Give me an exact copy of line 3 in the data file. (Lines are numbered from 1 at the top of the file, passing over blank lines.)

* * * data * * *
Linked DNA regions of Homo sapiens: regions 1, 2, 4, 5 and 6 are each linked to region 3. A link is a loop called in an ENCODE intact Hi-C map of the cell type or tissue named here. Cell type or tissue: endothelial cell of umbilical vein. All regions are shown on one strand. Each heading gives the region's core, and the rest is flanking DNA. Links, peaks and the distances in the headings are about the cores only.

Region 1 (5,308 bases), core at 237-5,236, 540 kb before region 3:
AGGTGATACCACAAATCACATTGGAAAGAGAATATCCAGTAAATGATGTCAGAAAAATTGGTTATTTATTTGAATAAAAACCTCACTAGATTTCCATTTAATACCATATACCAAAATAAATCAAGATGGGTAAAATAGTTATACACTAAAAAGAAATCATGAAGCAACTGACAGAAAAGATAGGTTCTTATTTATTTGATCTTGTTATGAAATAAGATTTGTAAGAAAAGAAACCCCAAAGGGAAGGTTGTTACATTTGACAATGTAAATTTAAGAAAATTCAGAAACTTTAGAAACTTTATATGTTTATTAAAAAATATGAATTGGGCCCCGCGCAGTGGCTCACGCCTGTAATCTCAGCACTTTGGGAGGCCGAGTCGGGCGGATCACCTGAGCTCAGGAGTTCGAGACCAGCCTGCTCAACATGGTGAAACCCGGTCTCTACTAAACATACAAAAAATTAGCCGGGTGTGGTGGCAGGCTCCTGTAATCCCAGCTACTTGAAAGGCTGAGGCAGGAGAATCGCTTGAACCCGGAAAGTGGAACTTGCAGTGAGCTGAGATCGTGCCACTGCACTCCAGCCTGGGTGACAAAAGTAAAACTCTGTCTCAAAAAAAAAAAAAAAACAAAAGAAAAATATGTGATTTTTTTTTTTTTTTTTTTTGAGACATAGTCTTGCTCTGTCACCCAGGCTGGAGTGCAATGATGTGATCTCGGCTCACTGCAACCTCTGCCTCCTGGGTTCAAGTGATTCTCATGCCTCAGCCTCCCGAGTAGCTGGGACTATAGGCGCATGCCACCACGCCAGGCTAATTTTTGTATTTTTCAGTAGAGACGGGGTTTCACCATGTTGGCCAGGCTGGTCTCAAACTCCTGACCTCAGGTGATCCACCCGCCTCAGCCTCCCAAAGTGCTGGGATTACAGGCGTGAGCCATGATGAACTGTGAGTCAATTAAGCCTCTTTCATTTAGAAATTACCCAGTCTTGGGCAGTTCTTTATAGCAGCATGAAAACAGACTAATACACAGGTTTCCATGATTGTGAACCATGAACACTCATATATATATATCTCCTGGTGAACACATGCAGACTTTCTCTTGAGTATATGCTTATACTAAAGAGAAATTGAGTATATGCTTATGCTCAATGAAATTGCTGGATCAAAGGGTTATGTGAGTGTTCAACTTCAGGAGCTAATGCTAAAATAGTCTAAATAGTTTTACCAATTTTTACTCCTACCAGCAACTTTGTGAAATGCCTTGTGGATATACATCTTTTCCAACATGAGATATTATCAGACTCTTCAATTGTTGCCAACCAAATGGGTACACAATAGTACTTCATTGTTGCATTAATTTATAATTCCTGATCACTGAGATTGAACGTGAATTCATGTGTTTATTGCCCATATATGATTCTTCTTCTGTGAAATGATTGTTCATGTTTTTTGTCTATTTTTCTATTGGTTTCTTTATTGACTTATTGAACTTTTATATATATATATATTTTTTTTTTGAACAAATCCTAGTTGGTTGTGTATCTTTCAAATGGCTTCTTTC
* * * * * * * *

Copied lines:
AGGTGATACCACAAATCACATTGGAAAGAGAATATCCAGTAAATGATGTCAGAAAAATTGGTTATTTATTTGAATAAAAACCTCACTAGATTTCCATTTAATACCATATACCAAAATAAATCAAGATGGGTAAAATAGTTATACACTAAAAAGAAATCATGAAGCAACTGACAGAAAAGATAGGTTCTTATTTATTTGATCTTGTTATGAAATAAGATTTGTAAGAAAAGAAACCCCAAAGGGAAGGTTGTTACATTTGACAATGTAAATTTAAGAAAATTCAGAAACTTTAGAAACTTTATATGTTTATTAAAAAATATGAATTGGGCCCCGCGCAGTGGCTCACGCCTGTAATCTCAGCACTTTGGGAGGCCGAGTCGGGCGGATCACCTGAGCTCAGGAGTTCGAGACCAGCCTGCTCAACATGGTGAAACCCGGTCTCTACTAAACATACAAAAAATTAGCCGGGTGTGGTGGCAGGCTCCTGTAATCCCAGCTACTTGAAAGGCTGAGGCAGGAGAATCGCTTGAACCCGGAAAGTGGAACTTGCAGTGAGCTGAGATCGTGCCACTGCACTCCAGCCTGGGTGACAAAAGTAAAACTCTGTCTCAAAAAAAAAAAAAAAACAAAAGAAAAATATGTGATTTTTTTTTTTTTTTTTTTTGAGACATAGTCTTGCTCTGTCACCCAGGCTGGAGTGCAATGATGTGATCTCGGCTCACTGCAACCTCTGCCTCCTGGGTTCAAGTGATTCTCATGCCTCAGCCTCCCGAGTAGCTGGGACTATAGGCGCATGCCACCACGCCAGGCTAATTTTTGTATTTTTCAGTAGAGACGGGGTTTCACCATGTTGGCCAGGCTGGTCTCAAACTCCTGACCTCAGGTGATCCACCCGCCTCAGCCTCCCAAAGTGCTGGGATTACAGGCGTGAGCCATGATGAACTGTGAGTCAATTAAGCCTCTTTCATTTAGAAATTACCCAGTCTTGGGCAGTTCTTTATAGCAGCATGAAAACAGACTAATACACAGGTTTCCATGATTGTGAACCATGAACACTCATATATATATATCTCCTGGTGAACACATGCAGACTTTCTCTTGAGTATATGCTTATACTAAAGAGAAATTGAGTATATGCTTATGCTCAATGAAATTGCTGGATCAAAGGGTTATGTGAGTGTTCAACTTCAGGAGCTAATGCTAAAATAGTCTAAATAGTTTTACCAATTTTTACTCCTACCAGCAACTTTGTGAAATGCCTTGTGGATATACATCTTTTCCAACATGAGATATTATCAGACTCTTCAATTGTTGCCAACCAAATGGGTACACAATAGTACTTCATTGTTGCATTAATTTATAATTCCTGATCACTGAGATTGAACGTGAATTCATGTGTTTATTGCCCATATATGATTCTTCTTCTGTGAAATGATTGTTCATGTTTTTTGTCTATTTTTCTATTGGTTTCTTTATTGACTTATTGAACTTTTATATATATATATATTTTTTTTTTGAACAAATCCTAGTTGGTTGTGTATCTTTCAAATGGCTTCTTTC